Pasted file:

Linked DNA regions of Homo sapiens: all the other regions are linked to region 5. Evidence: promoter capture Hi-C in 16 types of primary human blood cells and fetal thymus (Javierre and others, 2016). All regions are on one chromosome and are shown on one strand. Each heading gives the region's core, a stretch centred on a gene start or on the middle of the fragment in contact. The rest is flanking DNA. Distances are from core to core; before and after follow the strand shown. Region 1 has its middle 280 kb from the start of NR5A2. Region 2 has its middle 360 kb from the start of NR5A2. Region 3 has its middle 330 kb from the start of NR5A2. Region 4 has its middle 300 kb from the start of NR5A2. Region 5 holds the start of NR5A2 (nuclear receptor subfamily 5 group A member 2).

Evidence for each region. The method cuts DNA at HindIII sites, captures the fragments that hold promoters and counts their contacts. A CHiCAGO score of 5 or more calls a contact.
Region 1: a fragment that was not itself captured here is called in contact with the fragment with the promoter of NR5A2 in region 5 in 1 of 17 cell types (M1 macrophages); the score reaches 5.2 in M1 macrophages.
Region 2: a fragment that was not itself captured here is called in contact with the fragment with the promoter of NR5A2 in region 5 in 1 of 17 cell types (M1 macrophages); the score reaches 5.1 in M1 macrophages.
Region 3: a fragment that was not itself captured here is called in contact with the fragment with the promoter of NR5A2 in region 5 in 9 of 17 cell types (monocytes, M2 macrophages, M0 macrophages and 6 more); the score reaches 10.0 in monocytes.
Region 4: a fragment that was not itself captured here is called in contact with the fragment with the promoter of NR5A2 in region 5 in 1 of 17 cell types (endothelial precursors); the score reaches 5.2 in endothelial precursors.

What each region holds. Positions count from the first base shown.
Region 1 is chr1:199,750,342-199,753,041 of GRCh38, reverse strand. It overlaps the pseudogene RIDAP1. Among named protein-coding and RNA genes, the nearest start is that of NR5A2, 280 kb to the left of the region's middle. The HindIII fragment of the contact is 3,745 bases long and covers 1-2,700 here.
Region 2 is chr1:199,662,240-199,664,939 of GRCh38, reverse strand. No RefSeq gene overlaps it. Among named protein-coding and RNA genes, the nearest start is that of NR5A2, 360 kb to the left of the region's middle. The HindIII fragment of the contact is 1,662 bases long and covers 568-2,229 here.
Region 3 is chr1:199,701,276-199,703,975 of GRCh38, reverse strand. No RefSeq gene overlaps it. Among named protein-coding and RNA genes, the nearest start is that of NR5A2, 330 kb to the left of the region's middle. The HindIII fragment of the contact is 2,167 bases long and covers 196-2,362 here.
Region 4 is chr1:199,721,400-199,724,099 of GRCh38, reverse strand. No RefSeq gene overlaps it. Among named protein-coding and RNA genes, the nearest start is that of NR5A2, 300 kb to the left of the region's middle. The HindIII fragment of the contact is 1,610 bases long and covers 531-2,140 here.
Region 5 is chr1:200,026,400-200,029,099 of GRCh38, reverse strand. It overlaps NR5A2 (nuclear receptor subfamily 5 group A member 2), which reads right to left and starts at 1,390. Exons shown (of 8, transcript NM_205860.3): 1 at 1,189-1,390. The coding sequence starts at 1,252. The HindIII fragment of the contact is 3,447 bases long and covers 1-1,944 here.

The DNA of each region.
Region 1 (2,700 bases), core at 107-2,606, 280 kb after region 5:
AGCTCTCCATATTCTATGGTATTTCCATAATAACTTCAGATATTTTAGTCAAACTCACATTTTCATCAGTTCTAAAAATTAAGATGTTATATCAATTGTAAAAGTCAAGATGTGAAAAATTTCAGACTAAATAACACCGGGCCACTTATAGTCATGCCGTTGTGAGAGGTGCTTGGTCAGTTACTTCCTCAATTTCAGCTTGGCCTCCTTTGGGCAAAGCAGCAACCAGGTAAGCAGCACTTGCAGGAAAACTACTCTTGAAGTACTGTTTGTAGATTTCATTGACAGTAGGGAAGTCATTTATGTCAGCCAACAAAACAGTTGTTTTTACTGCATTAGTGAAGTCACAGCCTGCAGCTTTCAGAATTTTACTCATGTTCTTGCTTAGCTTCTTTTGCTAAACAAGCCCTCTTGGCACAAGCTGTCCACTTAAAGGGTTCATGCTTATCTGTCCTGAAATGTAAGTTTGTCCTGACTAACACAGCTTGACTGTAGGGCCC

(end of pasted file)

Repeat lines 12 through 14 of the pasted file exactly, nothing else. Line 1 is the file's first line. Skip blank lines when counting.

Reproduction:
Region 5 is chr1:200,026,400-200,029,099 of GRCh38, reverse strand. It overlaps NR5A2 (nuclear receptor subfamily 5 group A member 2), which reads right to left and starts at 1,390. Exons shown (of 8, transcript NM_205860.3): 1 at 1,189-1,390. The coding sequence starts at 1,252. The HindIII fragment of the contact is 3,447 bases long and covers 1-1,944 here.

The DNA of each region.
Region 1 (2,700 bases), core at 107-2,606, 280 kb after region 5: